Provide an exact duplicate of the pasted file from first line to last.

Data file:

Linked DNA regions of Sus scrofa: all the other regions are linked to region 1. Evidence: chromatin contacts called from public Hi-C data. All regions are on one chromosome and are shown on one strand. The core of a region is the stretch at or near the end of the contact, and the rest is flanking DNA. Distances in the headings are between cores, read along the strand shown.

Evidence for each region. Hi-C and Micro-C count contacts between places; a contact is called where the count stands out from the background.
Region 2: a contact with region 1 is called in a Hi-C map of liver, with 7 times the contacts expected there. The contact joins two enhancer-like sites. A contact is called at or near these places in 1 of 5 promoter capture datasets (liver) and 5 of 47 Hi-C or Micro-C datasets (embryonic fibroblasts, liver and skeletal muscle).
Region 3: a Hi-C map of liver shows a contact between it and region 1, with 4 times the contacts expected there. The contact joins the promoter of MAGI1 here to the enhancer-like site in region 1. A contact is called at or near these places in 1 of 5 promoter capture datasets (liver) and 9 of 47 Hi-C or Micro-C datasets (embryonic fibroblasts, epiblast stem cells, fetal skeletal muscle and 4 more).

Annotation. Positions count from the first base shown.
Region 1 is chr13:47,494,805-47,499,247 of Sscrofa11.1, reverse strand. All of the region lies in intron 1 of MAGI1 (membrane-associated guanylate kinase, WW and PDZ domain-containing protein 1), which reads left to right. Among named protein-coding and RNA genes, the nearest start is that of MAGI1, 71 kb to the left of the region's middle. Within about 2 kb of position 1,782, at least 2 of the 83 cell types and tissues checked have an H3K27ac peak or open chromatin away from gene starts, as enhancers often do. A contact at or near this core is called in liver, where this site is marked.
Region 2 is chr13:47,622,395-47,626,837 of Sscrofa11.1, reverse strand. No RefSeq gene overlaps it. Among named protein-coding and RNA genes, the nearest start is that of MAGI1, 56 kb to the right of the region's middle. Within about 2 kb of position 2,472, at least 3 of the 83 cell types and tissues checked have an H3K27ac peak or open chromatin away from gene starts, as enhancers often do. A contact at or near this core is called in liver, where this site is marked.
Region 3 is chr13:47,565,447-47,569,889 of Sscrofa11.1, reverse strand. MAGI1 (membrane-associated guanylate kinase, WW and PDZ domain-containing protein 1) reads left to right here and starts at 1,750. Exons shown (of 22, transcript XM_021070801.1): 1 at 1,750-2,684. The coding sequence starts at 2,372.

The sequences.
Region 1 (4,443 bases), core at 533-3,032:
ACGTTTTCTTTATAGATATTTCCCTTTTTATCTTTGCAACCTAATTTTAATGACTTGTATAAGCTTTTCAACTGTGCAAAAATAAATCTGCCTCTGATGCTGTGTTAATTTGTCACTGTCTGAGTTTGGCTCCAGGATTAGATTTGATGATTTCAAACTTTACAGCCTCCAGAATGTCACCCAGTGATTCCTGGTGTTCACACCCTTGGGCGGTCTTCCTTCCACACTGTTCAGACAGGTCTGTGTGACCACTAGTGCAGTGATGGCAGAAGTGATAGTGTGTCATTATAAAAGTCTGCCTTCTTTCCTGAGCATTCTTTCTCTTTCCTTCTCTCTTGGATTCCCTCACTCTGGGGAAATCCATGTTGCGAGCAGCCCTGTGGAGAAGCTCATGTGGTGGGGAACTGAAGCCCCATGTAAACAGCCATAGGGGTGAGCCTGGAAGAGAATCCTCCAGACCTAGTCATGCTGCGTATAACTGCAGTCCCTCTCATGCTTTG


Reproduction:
Linked DNA regions of Sus scrofa: all the other regions are linked to region 1. Evidence: chromatin contacts called from public Hi-C data. All regions are on one chromosome and are shown on one strand. The core of a region is the stretch at or near the end of the contact, and the rest is flanking DNA. Distances in the headings are between cores, read along the strand shown.

Evidence for each region. Hi-C and Micro-C count contacts between places; a contact is called where the count stands out from the background.
Region 2: a contact with region 1 is called in a Hi-C map of liver, with 7 times the contacts expected there. The contact joins two enhancer-like sites. A contact is called at or near these places in 1 of 5 promoter capture datasets (liver) and 5 of 47 Hi-C or Micro-C datasets (embryonic fibroblasts, liver and skeletal muscle).
Region 3: a Hi-C map of liver shows a contact between it and region 1, with 4 times the contacts expected there. The contact joins the promoter of MAGI1 here to the enhancer-like site in region 1. A contact is called at or near these places in 1 of 5 promoter capture datasets (liver) and 9 of 47 Hi-C or Micro-C datasets (embryonic fibroblasts, epiblast stem cells, fetal skeletal muscle and 4 more).

Annotation. Positions count from the first base shown.
Region 1 is chr13:47,494,805-47,499,247 of Sscrofa11.1, reverse strand. All of the region lies in intron 1 of MAGI1 (membrane-associated guanylate kinase, WW and PDZ domain-containing protein 1), which reads left to right. Among named protein-coding and RNA genes, the nearest start is that of MAGI1, 71 kb to the left of the region's middle. Within about 2 kb of position 1,782, at least 2 of the 83 cell types and tissues checked have an H3K27ac peak or open chromatin away from gene starts, as enhancers often do. A contact at or near this core is called in liver, where this site is marked.
Region 2 is chr13:47,622,395-47,626,837 of Sscrofa11.1, reverse strand. No RefSeq gene overlaps it. Among named protein-coding and RNA genes, the nearest start is that of MAGI1, 56 kb to the right of the region's middle. Within about 2 kb of position 2,472, at least 3 of the 83 cell types and tissues checked have an H3K27ac peak or open chromatin away from gene starts, as enhancers often do. A contact at or near this core is called in liver, where this site is marked.
Region 3 is chr13:47,565,447-47,569,889 of Sscrofa11.1, reverse strand. MAGI1 (membrane-associated guanylate kinase, WW and PDZ domain-containing protein 1) reads left to right here and starts at 1,750. Exons shown (of 22, transcript XM_021070801.1): 1 at 1,750-2,684. The coding sequence starts at 2,372.

The sequences.
Region 1 (4,443 bases), core at 533-3,032:
ACGTTTTCTTTATAGATATTTCCCTTTTTATCTTTGCAACCTAATTTTAATGACTTGTATAAGCTTTTCAACTGTGCAAAAATAAATCTGCCTCTGATGCTGTGTTAATTTGTCACTGTCTGAGTTTGGCTCCAGGATTAGATTTGATGATTTCAAACTTTACAGCCTCCAGAATGTCACCCAGTGATTCCTGGTGTTCACACCCTTGGGCGGTCTTCCTTCCACACTGTTCAGACAGGTCTGTGTGACCACTAGTGCAGTGATGGCAGAAGTGATAGTGTGTCATTATAAAAGTCTGCCTTCTTTCCTGAGCATTCTTTCTCTTTCCTTCTCTCTTGGATTCCCTCACTCTGGGGAAATCCATGTTGCGAGCAGCCCTGTGGAGAAGCTCATGTGGTGGGGAACTGAAGCCCCATGTAAACAGCCATAGGGGTGAGCCTGGAAGAGAATCCTCCAGACCTAGTCATGCTGCGTATAACTGCAGTCCCTCTCATGCTTTG